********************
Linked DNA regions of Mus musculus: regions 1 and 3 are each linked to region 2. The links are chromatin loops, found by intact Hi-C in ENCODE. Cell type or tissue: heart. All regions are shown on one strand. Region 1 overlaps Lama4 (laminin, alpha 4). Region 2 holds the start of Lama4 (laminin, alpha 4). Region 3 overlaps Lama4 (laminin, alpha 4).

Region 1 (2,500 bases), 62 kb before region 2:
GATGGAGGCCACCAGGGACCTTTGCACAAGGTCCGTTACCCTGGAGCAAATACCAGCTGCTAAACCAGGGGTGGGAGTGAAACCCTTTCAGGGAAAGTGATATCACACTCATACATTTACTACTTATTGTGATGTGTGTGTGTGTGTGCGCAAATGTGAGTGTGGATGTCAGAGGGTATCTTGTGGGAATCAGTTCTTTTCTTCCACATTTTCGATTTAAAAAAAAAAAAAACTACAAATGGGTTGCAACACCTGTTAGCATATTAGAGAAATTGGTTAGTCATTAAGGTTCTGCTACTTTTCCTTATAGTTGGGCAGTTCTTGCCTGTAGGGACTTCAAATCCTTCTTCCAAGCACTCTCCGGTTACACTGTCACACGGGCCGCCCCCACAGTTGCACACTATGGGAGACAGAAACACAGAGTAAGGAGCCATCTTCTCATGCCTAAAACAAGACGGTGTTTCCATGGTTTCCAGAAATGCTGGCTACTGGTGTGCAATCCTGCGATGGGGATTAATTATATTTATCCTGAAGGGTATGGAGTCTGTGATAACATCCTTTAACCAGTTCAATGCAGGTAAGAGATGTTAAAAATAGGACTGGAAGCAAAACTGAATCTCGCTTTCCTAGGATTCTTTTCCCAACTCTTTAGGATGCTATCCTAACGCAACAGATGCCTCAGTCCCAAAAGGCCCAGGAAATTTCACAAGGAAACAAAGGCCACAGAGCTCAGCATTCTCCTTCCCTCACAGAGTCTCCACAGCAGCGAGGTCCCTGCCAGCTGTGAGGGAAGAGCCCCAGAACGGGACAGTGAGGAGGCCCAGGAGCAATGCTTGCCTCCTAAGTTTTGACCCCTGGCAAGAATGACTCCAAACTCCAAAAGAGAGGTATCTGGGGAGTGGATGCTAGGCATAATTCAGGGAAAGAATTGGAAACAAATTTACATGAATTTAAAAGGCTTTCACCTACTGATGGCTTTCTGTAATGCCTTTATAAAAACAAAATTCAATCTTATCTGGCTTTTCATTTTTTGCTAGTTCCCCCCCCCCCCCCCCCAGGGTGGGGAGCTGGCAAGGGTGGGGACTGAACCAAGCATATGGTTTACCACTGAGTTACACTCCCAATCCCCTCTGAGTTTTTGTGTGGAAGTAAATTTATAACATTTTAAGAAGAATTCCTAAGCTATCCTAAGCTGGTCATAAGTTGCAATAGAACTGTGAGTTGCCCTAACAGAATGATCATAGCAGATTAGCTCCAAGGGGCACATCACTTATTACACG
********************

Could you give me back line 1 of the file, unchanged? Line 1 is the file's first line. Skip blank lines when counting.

Linked DNA regions of Mus musculus: regions 1 and 3 are each linked to region 2. The links are chromatin loops, found by intact Hi-C in ENCODE. Cell type or tissue: heart. All regions are shown on one strand. Region 1 overlaps Lama4 (laminin, alpha 4). Region 2 holds the start of Lama4 (laminin, alpha 4). Region 3 overlaps Lama4 (laminin, alpha 4).